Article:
In the event of a deal, anyone who comes to the UK before the end of December 2020 will be covered by the same registration system as existing residents, but we also know what will happen in the event of a no deal Brexit.
As yet, there is still no clarity on what system will apply from January 2021 onwards. The Home Office initially published a White Paper suggesting that the new system would be based on the current system for non EU nationals. This would involve businesses sponsoring workers, and having to pay a minimum salary to ensure that the system could not be used to bring cheap labour into the country. The Home Office are continuing to hold consultations about this proposal but it appears increasingly unlikely to come into force. The paper placed an emphasis on reducing the burden on employers and making sponsorship easier.
At the recent Conservative Party Conference, the Home Secretary announced the UK would look into introduce a new Points Based system, which would be a significant departure from the White Paper. Although details are still to be published, the announcement is interesting for a number of reasons:
- Technically, the UK already has a Points Based system for some visas, including work related Tier 2 visas. This was introduced in 2008 but over time the requirements have changed and it is a points based system in name only. The last true points based category was the Tier 1 (General) visa but this was closed in 2015 due to concerns it was not being used by skilled workers.
The announcement suggests that the UK is considering a fundamental rethink of immigration law, and we may see the return of some old categories.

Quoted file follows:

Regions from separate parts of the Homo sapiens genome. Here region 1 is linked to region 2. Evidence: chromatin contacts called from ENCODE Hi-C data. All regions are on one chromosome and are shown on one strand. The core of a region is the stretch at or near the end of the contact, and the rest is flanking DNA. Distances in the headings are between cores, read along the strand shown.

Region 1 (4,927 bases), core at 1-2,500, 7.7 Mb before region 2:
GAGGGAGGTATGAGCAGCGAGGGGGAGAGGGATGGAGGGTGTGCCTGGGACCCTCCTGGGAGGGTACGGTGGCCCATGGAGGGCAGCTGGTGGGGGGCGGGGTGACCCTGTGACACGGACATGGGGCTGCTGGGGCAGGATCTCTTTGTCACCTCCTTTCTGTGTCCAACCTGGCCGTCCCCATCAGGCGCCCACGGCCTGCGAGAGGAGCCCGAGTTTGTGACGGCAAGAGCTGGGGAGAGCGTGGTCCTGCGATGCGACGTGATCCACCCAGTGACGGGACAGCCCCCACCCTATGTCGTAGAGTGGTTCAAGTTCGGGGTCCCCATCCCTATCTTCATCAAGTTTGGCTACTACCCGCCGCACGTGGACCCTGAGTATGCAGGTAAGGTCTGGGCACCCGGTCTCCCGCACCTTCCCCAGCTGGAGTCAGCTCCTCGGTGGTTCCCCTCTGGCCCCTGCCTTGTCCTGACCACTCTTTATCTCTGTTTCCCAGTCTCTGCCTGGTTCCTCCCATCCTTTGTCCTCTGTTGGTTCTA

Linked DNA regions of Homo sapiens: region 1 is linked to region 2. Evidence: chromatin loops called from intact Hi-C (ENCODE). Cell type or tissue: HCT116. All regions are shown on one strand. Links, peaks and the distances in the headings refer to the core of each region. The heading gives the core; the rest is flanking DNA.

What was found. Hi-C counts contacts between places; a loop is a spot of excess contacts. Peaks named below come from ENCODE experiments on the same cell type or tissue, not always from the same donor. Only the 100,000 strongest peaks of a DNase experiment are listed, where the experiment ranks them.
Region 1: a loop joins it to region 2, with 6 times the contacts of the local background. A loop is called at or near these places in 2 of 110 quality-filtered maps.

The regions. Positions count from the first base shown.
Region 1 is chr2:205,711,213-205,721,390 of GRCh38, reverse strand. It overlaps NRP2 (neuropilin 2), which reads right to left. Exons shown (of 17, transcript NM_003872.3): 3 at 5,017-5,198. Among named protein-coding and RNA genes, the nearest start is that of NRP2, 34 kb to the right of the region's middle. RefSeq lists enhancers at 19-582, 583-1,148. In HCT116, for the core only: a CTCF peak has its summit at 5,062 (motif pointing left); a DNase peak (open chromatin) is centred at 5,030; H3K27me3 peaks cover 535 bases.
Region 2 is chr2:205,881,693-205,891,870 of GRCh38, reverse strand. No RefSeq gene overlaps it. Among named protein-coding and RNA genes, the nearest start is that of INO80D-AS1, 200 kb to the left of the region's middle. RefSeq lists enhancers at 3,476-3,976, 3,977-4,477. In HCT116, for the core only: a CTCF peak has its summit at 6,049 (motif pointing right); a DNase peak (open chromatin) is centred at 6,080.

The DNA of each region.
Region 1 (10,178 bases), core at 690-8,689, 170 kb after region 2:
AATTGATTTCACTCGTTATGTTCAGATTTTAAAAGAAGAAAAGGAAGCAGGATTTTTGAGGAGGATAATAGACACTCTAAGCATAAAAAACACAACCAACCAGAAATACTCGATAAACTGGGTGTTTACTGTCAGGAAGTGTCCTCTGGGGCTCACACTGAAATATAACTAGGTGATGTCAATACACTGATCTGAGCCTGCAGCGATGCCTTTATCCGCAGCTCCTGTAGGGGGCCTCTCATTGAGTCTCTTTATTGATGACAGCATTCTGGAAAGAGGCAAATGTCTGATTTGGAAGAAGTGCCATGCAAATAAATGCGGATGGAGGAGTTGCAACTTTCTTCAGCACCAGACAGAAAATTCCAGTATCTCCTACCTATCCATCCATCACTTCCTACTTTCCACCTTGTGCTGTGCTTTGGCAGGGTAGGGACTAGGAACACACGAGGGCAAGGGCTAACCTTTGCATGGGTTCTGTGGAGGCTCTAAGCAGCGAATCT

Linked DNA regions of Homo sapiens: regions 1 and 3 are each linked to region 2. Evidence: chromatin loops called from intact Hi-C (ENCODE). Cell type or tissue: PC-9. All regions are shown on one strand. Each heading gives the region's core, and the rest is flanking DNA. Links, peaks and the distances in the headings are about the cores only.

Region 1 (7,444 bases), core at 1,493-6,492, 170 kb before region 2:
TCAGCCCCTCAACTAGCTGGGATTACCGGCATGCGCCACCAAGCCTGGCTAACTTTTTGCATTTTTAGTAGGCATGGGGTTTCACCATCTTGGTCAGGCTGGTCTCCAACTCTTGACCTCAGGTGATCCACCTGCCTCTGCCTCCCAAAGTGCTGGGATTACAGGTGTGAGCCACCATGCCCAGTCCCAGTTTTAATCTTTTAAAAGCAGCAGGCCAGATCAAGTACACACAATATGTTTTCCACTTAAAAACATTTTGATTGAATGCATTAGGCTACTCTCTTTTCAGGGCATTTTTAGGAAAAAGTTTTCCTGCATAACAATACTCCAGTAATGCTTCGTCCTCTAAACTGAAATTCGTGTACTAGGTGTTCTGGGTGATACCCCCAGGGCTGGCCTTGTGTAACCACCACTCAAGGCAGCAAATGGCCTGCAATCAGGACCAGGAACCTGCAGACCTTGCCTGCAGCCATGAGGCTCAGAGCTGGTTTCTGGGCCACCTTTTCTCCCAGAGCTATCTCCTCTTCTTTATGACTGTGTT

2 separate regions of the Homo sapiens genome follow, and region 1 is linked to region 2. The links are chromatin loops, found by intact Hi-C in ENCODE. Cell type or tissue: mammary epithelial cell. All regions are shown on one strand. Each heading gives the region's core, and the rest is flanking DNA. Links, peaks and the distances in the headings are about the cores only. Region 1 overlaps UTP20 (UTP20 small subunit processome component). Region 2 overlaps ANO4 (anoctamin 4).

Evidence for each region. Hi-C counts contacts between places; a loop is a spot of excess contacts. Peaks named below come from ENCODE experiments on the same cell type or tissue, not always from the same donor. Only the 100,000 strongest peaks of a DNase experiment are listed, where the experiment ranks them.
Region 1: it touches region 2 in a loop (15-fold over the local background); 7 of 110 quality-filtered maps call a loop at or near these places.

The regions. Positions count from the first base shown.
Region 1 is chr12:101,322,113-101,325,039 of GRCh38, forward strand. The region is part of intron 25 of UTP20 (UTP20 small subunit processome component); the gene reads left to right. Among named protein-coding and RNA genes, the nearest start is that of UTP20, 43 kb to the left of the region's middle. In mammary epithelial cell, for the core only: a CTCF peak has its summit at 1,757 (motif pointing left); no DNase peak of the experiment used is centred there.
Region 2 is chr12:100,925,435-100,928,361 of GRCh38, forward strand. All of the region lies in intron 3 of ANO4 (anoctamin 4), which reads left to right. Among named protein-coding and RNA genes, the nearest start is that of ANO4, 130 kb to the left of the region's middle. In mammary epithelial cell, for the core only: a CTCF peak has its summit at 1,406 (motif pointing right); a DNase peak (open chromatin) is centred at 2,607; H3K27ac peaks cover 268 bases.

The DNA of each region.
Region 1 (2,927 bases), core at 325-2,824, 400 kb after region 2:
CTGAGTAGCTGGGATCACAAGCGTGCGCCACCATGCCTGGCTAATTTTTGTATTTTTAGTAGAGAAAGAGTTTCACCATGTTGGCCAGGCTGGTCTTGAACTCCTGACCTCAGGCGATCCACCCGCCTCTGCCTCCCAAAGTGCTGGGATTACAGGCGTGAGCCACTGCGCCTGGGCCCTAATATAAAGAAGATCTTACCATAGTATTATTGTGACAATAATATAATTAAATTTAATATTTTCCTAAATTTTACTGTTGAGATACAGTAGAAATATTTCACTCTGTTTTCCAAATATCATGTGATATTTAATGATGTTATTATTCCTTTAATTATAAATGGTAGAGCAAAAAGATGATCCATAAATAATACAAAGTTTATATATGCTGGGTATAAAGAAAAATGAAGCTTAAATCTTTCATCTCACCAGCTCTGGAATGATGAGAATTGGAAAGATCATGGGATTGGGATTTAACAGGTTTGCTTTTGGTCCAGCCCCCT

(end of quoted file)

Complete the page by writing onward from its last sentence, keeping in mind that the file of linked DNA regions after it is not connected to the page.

In recent years, the UK system has placed a greater emphasis on visas being sponsored by employers and other bodies. For example:
- Tier 2 and many Tier 5 visas need to be sponsored by an employer;
- Tier 1 Graduate Entrepreneurs need to be sponsored by Universities; and
- Tier 1 Start Up and Innovator visas need to be sponsored by official bodies.
A Points Based system may still have a place for sponsorship, but traditionally they rely on candidates qualifying for visas on the basis of their skills and qualifications rather than job offers. This would be an equally effective, but different, way of reducing the burden on employers so it is consistent with the theme of the White Paper.
- While the focus of UK immigration law has been to reduce net migration in recent times, Points Based systems are generally used to increase the number of skilled workers in a particular area.
It remains to be seen what changes happen after Brexit, but there are positive signs for employers. Many of the potential changes would see a reduction in the burden on employers who have become increasingly used to acting as immigration enforcement officers.
Unfortunately, until more is known it is difficult for businesses to plan for a new system. Therefore the current emphasis should be on taking steps to secure the rights of their existing workforce to avoid large skills gaps after Brexit.
If you have any questions about what practical steps you can be taking now, or the future immigration system please get in touch.